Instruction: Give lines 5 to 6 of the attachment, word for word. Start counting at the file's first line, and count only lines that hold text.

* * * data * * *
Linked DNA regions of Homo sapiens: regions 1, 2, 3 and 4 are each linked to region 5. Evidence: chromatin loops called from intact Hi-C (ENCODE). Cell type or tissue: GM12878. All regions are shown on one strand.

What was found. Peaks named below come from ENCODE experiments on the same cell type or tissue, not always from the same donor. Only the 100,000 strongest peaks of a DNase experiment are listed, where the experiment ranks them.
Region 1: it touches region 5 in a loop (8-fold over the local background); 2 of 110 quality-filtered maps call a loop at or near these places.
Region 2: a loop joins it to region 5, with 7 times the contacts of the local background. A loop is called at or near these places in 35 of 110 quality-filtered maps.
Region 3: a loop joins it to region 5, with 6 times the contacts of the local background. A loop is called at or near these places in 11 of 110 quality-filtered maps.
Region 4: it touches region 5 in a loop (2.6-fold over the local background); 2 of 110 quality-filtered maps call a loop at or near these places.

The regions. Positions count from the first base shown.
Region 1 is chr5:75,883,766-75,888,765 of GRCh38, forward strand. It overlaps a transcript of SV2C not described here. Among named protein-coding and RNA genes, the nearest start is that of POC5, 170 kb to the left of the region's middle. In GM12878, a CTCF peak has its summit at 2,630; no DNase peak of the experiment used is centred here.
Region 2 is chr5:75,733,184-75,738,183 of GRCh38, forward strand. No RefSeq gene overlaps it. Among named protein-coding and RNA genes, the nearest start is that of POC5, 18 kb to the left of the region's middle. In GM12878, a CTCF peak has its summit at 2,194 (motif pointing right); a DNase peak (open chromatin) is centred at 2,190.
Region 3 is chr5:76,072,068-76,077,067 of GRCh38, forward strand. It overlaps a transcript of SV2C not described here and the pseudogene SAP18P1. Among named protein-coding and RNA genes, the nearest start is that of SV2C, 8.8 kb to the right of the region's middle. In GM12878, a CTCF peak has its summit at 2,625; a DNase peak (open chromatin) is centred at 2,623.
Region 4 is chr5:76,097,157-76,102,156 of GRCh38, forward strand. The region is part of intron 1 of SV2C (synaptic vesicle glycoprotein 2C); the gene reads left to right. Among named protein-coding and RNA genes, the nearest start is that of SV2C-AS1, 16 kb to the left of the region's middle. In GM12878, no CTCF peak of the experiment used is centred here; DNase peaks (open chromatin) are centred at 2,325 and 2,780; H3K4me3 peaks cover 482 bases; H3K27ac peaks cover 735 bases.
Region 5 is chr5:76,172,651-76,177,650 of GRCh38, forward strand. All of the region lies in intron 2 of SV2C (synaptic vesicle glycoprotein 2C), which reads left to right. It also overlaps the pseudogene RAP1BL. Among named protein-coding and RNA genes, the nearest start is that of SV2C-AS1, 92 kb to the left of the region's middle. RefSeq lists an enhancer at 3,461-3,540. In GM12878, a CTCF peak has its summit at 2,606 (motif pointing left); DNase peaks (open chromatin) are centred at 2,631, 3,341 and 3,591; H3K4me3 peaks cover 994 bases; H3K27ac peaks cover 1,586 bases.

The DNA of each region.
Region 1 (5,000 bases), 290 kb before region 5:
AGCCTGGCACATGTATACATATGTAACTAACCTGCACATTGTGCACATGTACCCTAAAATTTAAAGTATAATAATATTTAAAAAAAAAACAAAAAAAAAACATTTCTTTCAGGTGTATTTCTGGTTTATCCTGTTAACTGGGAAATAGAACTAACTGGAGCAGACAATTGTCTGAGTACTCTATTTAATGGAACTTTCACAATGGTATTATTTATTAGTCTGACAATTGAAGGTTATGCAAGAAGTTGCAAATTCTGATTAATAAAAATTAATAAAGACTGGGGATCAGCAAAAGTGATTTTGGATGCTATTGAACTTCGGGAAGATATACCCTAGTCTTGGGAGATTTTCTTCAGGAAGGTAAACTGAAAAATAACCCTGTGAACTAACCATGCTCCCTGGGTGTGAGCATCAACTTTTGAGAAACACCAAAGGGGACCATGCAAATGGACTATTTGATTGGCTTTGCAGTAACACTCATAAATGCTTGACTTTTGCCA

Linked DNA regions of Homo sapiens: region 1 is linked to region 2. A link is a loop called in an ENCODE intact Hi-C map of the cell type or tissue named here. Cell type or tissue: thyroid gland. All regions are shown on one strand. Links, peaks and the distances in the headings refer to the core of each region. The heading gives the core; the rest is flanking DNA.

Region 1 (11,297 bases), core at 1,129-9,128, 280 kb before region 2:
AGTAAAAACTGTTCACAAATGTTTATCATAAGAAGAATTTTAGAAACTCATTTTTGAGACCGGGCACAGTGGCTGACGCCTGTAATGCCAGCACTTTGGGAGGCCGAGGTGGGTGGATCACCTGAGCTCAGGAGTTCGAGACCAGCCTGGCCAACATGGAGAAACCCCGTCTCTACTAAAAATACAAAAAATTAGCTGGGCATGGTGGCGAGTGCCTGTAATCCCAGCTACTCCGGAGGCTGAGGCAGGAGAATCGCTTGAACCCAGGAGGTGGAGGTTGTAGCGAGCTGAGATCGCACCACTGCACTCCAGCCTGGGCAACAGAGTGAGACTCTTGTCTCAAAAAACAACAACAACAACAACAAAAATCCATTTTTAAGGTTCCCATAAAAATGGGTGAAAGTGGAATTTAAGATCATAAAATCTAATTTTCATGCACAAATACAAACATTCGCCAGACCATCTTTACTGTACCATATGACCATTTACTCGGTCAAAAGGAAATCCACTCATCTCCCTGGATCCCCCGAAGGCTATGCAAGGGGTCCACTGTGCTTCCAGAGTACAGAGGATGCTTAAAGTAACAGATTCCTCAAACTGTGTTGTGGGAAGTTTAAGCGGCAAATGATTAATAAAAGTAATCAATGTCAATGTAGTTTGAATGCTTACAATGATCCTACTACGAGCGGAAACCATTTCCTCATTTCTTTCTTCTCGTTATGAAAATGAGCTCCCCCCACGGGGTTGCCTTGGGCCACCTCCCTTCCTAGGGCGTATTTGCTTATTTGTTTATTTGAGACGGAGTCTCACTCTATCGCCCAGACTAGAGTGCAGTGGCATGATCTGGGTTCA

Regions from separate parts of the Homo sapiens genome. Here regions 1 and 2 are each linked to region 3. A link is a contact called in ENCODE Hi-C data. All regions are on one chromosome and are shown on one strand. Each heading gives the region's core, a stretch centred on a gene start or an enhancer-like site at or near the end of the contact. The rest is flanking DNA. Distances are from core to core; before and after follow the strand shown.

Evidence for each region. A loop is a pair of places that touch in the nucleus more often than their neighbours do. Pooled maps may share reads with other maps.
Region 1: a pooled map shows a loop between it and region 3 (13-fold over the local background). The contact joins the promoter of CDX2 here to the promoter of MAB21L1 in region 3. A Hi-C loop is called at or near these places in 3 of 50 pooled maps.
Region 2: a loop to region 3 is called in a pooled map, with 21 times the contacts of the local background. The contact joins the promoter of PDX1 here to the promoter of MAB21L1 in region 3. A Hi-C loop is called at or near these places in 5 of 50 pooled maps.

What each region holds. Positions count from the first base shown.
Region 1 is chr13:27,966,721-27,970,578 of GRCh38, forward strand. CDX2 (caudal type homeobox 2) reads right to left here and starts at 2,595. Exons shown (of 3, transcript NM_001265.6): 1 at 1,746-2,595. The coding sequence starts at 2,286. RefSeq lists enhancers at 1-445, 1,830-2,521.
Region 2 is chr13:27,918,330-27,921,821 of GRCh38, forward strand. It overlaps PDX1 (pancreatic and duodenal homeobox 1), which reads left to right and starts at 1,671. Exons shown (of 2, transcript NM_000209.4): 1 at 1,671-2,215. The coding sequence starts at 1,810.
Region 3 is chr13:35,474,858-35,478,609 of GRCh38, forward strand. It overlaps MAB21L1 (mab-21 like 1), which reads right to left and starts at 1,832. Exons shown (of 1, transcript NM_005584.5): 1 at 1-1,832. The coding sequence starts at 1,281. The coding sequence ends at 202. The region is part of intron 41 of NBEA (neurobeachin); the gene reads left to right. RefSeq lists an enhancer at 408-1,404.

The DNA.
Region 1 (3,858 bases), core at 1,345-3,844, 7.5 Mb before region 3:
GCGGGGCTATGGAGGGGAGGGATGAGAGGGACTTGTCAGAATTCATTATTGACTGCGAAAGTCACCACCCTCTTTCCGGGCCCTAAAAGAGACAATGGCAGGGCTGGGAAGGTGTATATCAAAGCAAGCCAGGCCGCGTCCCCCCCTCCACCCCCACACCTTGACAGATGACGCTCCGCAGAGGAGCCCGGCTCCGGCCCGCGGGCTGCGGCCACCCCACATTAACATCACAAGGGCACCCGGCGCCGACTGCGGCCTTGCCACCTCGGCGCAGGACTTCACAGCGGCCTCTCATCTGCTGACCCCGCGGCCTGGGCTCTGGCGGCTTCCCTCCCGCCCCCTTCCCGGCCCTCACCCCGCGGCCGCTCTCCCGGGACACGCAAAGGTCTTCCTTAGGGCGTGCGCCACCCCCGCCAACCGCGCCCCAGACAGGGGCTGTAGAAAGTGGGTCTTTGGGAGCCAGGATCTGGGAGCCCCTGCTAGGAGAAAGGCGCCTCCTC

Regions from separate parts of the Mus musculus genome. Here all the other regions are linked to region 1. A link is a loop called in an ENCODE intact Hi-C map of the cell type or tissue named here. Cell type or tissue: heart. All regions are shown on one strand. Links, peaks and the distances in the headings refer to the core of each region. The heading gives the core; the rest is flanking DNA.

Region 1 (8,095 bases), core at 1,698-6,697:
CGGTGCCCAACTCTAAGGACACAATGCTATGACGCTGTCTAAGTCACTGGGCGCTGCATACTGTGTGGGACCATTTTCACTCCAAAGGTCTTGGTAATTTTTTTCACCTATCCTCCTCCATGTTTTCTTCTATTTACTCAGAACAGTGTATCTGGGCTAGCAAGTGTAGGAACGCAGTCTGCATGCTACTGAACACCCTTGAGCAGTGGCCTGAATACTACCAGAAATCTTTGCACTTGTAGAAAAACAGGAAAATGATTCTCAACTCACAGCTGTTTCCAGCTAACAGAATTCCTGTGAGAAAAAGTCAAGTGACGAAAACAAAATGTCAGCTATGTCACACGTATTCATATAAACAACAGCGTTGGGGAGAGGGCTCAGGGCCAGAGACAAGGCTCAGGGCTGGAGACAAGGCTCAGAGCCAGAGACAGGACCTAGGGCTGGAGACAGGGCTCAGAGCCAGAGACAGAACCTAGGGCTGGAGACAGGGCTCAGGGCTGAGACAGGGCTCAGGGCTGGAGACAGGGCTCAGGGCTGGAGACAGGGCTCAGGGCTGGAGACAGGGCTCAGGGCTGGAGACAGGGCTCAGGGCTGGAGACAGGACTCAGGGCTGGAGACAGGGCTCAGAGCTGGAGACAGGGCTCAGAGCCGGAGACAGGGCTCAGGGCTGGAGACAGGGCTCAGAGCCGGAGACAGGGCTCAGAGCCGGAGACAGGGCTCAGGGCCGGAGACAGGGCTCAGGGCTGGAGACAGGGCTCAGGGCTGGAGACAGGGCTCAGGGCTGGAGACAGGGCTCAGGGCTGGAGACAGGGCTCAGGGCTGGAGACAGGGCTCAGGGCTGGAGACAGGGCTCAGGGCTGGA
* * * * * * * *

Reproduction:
Region 3: a loop joins it to region 5, with 6 times the contacts of the local background. A loop is called at or near these places in 11 of 110 quality-filtered maps.
Region 4: it touches region 5 in a loop (2.6-fold over the local background); 2 of 110 quality-filtered maps call a loop at or near these places.